On November 4th, the Policy Team of the Harvard Law School Immigration Project (HIP), in partnership with the Harvard Immigration and Refugee Clinic (HIRC), submitted a public comment opposing DHS’ proposal to ask for social media handles and identifiers in a range of immigration-related forms, including applications for naturalization (Form N-400), lawful permanent resident status through adjustment of status (Form I-485), advance permission to enter as a nonimmigrant (I-192), and asylum, withholding of removal, or protection under the Torture Convention (Form I-589).
In their comment, HIP and HIRC emphasize that the adoption of such a rule would infringe upon the freedom of association protected under the First Amendment and further authorize profiling of vulnerable groups through flimsy, discretionary evidence. It notes that, in Massachusetts, DHS is already in the business of using discretionary evidence—like pictures posted on Facebook—to deny Black and Latinx youth the immigration relief they merit or keep them in jail based on false gang allegations.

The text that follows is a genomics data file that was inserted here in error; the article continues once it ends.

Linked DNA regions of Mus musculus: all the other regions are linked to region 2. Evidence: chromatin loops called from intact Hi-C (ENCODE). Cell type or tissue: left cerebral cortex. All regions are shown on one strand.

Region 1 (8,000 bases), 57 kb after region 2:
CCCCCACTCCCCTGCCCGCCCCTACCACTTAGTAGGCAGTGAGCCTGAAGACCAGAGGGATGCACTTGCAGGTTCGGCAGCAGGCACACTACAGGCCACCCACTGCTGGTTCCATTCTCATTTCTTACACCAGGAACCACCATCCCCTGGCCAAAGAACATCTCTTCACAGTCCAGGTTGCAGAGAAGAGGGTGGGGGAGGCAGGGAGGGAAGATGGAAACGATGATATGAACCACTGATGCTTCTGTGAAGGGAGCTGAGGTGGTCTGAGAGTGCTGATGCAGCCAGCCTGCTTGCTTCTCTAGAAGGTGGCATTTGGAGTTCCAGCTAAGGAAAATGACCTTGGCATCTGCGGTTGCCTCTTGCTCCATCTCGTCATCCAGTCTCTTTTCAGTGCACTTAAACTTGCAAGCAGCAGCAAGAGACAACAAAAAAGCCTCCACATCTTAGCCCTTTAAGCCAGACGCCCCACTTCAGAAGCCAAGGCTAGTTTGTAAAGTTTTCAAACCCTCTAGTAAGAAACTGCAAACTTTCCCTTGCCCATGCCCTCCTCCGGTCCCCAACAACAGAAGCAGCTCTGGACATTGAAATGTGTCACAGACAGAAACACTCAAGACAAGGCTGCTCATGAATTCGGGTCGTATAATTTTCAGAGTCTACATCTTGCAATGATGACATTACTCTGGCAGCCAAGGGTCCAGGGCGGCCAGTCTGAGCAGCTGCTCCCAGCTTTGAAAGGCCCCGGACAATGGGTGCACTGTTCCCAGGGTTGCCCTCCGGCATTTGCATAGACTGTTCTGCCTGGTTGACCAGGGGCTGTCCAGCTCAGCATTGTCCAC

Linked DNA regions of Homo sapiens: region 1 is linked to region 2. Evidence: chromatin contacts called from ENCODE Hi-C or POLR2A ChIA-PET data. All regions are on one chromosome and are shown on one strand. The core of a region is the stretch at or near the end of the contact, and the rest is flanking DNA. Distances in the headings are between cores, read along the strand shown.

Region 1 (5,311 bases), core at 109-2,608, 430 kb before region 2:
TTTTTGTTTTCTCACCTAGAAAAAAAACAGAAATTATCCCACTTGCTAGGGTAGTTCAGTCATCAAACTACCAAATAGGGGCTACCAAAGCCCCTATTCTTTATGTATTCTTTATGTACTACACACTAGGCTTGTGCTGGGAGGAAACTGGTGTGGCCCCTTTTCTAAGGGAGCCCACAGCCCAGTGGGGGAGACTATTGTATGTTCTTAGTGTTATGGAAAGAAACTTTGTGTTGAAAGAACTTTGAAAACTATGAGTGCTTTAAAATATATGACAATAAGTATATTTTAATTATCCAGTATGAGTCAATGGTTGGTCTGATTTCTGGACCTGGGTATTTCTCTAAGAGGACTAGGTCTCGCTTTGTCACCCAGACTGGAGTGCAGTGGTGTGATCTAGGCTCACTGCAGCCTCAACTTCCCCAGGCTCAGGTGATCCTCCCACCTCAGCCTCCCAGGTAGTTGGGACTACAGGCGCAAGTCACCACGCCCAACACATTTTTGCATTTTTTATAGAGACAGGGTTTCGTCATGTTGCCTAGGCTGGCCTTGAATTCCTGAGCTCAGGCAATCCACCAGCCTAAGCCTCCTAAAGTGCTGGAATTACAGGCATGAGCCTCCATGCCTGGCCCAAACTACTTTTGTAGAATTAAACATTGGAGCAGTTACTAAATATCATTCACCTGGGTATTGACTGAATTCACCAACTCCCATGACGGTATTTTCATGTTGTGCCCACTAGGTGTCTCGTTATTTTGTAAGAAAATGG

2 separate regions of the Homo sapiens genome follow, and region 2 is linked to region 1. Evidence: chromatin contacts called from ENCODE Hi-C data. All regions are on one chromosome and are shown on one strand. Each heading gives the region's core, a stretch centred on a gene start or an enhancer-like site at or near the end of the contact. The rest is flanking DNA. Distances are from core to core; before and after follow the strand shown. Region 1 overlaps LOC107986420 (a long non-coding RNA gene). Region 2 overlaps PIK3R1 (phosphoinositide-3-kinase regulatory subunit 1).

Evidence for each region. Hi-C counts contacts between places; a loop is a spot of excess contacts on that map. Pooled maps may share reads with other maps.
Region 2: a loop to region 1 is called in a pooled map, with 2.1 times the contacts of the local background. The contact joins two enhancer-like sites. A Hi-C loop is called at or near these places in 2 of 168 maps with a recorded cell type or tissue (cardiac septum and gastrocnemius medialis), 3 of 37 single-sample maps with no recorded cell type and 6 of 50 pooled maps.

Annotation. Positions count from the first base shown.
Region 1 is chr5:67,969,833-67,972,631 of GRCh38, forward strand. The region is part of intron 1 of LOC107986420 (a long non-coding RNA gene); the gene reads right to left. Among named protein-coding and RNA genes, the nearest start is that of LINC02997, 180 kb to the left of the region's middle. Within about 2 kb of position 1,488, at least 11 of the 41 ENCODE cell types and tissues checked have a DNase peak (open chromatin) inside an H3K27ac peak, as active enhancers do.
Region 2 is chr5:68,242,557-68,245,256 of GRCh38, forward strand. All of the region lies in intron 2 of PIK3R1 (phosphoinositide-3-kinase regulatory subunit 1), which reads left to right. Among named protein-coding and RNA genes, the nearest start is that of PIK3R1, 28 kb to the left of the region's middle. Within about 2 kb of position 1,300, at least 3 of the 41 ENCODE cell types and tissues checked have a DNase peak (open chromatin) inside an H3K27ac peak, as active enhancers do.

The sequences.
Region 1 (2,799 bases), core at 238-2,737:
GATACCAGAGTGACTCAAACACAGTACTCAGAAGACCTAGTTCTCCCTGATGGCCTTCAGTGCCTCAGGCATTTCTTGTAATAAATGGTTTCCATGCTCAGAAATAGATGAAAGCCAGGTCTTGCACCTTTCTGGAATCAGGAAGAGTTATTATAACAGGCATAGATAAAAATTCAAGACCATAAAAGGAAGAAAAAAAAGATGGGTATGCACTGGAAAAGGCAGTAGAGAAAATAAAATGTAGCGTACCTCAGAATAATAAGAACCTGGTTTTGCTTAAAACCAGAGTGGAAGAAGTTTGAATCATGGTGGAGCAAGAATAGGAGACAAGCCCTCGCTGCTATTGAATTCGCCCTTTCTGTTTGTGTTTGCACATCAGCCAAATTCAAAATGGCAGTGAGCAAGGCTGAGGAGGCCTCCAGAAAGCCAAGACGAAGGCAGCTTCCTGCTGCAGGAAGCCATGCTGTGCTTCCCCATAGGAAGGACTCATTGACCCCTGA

The comment also notes that the proposed rule does not include any safeguards to minimize the potential for algorithmic bias. It thus urges DHS to reconsider the expansion of the scope of social media surveillance of noncitizens by withdrawing its current proposal. You can read the full comment here.
The comment was written and researched by the HIP Policy Team (Stephanie Gullo ’22, Ali Hassan ’22, Michael Hur ‘20, Haley Kulakowski ‘22, Sherin Nassar ‘22, Austin Nielsen-Reagan ’22, and Krista Oehlke ’20).